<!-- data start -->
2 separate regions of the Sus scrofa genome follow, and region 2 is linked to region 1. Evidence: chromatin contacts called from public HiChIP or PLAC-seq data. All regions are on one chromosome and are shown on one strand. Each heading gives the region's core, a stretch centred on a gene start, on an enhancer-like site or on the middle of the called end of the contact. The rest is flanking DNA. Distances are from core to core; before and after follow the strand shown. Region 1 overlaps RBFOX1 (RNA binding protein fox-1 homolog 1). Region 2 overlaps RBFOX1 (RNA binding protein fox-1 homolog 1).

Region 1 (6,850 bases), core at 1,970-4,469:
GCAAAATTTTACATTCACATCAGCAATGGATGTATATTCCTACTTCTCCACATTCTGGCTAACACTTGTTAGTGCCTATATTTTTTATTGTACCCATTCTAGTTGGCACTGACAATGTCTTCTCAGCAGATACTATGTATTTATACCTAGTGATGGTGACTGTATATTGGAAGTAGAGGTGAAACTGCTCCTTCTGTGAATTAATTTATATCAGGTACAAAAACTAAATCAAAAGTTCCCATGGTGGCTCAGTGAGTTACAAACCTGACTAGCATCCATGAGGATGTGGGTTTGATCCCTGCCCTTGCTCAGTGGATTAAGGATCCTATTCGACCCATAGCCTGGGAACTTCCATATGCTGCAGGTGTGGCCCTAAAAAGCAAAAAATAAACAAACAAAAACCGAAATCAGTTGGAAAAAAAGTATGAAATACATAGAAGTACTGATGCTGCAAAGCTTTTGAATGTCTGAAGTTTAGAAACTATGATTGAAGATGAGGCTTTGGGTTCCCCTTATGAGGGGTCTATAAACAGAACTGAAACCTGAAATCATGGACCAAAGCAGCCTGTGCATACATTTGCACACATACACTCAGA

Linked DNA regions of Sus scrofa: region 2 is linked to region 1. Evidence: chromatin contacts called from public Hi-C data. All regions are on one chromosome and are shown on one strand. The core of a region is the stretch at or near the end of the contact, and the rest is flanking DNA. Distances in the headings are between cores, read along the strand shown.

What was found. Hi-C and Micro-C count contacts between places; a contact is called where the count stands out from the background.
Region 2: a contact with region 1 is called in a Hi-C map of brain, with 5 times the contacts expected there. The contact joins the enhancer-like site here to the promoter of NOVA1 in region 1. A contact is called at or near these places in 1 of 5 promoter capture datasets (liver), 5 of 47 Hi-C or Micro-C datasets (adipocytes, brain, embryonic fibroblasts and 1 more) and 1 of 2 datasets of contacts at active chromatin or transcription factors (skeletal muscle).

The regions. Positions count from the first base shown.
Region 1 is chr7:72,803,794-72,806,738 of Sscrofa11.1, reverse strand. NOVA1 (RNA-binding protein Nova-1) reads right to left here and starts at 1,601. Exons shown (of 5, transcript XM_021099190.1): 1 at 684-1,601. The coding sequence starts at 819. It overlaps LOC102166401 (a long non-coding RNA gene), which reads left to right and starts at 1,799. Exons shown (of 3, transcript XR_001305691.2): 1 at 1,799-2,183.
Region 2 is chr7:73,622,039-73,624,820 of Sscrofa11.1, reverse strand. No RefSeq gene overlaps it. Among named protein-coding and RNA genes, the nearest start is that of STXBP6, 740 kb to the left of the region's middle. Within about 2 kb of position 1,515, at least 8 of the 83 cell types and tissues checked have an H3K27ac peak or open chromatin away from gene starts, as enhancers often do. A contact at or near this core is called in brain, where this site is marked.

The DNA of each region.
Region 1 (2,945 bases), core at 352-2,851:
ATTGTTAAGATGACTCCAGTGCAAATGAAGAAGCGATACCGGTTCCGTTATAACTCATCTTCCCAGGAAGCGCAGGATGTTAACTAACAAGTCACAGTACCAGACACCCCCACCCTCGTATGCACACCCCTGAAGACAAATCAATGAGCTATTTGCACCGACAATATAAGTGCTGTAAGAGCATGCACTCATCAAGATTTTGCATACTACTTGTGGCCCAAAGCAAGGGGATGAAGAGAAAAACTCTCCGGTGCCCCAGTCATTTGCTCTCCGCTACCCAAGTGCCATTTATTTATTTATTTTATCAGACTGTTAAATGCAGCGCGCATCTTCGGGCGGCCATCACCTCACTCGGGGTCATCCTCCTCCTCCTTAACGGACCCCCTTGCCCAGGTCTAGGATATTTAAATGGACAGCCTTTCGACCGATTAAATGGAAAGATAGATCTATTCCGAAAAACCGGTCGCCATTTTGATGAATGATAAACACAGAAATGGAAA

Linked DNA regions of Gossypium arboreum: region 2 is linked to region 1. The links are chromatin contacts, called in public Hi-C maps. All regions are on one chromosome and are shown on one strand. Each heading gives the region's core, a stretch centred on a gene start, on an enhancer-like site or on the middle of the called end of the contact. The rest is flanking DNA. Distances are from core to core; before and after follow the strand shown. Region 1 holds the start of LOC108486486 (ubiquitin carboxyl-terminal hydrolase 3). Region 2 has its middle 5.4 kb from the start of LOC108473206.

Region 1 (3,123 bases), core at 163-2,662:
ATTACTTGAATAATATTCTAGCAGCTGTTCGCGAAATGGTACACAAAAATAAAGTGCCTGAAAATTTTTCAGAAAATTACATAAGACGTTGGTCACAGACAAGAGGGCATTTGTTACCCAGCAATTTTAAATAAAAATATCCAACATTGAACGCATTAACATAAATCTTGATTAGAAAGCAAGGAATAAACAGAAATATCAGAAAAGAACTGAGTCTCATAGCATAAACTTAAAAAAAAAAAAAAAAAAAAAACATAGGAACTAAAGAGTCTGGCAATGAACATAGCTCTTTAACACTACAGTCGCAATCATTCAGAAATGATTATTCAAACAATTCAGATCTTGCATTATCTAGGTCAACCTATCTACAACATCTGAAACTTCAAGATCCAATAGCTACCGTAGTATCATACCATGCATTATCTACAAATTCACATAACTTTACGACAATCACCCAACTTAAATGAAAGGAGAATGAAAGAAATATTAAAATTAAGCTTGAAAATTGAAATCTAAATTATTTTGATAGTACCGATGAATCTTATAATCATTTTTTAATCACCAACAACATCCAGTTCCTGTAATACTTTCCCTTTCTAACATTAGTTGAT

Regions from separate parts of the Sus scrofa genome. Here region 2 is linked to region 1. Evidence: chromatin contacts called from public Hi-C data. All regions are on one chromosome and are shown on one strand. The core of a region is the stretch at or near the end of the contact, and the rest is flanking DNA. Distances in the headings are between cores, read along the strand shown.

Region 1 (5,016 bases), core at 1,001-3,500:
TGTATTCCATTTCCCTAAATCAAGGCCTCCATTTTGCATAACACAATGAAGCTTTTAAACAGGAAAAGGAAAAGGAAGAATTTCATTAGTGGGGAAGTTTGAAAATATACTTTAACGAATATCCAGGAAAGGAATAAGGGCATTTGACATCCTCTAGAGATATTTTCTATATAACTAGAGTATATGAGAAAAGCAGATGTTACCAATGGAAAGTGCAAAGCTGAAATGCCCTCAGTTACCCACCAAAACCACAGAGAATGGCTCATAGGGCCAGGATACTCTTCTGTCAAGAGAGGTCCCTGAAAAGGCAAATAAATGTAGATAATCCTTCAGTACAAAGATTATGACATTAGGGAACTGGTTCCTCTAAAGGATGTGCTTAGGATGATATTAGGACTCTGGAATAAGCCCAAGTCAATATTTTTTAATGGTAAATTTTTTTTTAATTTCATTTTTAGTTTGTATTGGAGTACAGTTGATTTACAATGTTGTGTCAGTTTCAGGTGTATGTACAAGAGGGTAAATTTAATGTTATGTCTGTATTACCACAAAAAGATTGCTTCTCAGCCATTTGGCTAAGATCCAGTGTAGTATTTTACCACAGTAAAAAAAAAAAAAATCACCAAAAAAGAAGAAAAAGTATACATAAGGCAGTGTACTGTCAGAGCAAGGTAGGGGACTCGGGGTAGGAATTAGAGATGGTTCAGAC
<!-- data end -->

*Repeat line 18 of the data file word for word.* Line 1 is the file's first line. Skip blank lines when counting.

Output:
TGTATTCCATTTCCCTAAATCAAGGCCTCCATTTTGCATAACACAATGAAGCTTTTAAACAGGAAAAGGAAAAGGAAGAATTTCATTAGTGGGGAAGTTTGAAAATATACTTTAACGAATATCCAGGAAAGGAATAAGGGCATTTGACATCCTCTAGAGATATTTTCTATATAACTAGAGTATATGAGAAAAGCAGATGTTACCAATGGAAAGTGCAAAGCTGAAATGCCCTCAGTTACCCACCAAAACCACAGAGAATGGCTCATAGGGCCAGGATACTCTTCTGTCAAGAGAGGTCCCTGAAAAGGCAAATAAATGTAGATAATCCTTCAGTACAAAGATTATGACATTAGGGAACTGGTTCCTCTAAAGGATGTGCTTAGGATGATATTAGGACTCTGGAATAAGCCCAAGTCAATATTTTTTAATGGTAAATTTTTTTTTAATTTCATTTTTAGTTTGTATTGGAGTACAGTTGATTTACAATGTTGTGTCAGTTTCAGGTGTATGTACAAGAGGGTAAATTTAATGTTATGTCTGTATTACCACAAAAAGATTGCTTCTCAGCCATTTGGCTAAGATCCAGTGTAGTATTTTACCACAGTAAAAAAAAAAAAAATCACCAAAAAAGAAGAAAAAGTATACATAAGGCAGTGTACTGTCAGAGCAAGGTAGGGGACTCGGGGTAGGAATTAGAGATGGTTCAGAC